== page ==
From 1500 to 1885, Africa was catastrophically influenced by Europeans who traded in slaves, ivory, and gold. Gradually the whole continent was caught up in this commercial domination of Africa by Europe. Such brutal exploitation was met by resistance including that by Angola in 1648, King Agaja Tudo of Dahomey in 1724, and the attempt by Tomba to unite the people in small states of what is modern-day Guinea in the 1720s. European arms and violence suppressed this resistance. Rodney also describes how the development of racist ideas was key to justifying slave trade. He also explores the move from slavery to colonialism and how a small group of Africans collaborated with European capitalists to establish colonialism. Even after independence many companies including banks and mines were still owned and controlled by Europeans and Americans. For example, Western powers dictated what crops they wished to buy for export, such as so-called cash crops like cocoa and nuts, which led to regions that were previously self-sustaining by producing varied agricultural products being reduced to total dependency, subject to famine and environmental destruction.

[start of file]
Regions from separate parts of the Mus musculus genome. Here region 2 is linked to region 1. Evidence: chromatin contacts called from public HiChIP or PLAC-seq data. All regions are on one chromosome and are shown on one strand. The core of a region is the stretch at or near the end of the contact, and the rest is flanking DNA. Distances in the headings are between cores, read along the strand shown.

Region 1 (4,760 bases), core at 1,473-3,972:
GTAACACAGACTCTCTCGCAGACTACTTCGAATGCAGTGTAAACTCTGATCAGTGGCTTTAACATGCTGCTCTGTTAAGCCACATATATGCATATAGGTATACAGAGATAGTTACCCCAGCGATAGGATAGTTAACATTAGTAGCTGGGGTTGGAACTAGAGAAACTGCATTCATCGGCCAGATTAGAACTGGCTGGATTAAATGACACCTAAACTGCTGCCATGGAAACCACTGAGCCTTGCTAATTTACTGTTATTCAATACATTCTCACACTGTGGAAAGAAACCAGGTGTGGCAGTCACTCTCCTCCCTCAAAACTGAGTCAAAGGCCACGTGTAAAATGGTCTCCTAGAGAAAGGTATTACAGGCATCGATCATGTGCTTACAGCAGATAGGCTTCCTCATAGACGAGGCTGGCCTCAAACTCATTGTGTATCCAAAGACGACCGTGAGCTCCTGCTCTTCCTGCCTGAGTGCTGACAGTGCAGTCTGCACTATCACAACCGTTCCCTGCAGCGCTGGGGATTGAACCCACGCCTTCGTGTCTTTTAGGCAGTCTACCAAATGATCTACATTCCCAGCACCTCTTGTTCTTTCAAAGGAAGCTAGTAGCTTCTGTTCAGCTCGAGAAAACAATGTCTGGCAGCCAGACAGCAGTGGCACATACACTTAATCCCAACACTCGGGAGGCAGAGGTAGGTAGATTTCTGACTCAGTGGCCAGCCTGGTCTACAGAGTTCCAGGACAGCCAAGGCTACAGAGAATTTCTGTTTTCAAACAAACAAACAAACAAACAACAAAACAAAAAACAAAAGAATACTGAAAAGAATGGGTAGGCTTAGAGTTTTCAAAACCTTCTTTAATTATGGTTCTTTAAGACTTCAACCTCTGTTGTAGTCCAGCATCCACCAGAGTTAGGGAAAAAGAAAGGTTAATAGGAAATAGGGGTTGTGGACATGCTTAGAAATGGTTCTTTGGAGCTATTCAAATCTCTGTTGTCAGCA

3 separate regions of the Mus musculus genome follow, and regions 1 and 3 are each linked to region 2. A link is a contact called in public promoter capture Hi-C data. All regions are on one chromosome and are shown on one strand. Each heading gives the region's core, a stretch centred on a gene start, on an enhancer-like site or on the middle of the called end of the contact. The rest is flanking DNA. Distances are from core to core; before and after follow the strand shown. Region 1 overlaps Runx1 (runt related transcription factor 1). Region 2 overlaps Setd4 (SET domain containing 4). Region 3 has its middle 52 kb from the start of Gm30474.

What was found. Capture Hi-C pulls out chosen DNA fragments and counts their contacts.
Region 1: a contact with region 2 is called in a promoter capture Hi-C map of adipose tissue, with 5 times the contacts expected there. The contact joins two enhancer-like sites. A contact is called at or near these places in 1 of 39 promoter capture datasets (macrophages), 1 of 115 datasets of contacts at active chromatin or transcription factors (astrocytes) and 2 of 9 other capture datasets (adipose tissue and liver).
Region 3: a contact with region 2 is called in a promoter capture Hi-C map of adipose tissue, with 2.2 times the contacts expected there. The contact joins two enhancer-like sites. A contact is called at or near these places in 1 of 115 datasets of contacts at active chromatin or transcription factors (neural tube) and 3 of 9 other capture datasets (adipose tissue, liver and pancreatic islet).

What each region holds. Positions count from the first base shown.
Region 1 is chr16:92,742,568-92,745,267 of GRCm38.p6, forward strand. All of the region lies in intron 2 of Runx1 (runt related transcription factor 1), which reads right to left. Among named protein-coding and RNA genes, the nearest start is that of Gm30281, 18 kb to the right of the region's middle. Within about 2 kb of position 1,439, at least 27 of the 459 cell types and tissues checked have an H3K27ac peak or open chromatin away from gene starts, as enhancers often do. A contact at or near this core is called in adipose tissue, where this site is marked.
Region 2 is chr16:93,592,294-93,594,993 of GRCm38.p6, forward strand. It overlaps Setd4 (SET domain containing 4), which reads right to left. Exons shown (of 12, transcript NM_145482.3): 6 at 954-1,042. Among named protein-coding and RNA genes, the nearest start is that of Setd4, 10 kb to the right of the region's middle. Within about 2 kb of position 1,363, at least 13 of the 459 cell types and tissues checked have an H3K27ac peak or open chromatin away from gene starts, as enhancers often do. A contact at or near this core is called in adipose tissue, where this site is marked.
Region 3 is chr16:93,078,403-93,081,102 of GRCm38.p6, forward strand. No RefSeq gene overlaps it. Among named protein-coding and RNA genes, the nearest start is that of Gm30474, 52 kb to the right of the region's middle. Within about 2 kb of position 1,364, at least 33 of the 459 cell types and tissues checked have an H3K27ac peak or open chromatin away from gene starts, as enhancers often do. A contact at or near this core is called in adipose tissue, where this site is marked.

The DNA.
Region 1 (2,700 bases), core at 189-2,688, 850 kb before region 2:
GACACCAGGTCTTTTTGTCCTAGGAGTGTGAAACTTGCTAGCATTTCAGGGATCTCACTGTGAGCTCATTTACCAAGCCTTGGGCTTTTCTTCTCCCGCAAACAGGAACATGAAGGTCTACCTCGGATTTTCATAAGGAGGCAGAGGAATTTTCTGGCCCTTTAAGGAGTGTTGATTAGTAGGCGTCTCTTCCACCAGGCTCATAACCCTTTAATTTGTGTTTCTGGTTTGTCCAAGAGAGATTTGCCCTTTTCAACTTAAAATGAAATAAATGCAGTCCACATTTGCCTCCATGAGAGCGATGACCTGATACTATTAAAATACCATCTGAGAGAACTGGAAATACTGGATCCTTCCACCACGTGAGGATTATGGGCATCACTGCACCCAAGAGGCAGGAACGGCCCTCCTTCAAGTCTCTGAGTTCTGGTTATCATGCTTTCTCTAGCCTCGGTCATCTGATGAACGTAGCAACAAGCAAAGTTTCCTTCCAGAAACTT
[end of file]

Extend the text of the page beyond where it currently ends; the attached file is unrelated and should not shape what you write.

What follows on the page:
Socialism from below
In 1966, Rodney joined Dar es Salaam University a few years after Tanzania had gained independence in 1962. Rodney witnessed Tanzania as it was led by Nyerere, a socialist who based the country’s transformation on the egalitarian past. However, without challenging the class divide of the present, Tanzania didn’t develop in a socialist direction. Rodney had witnessed several national liberation movements, seeing how capital was still able to control the economies, meaning the movements weren’t able to transform society in a way that was necessary for socialism and postcolonial liberation to be achieved.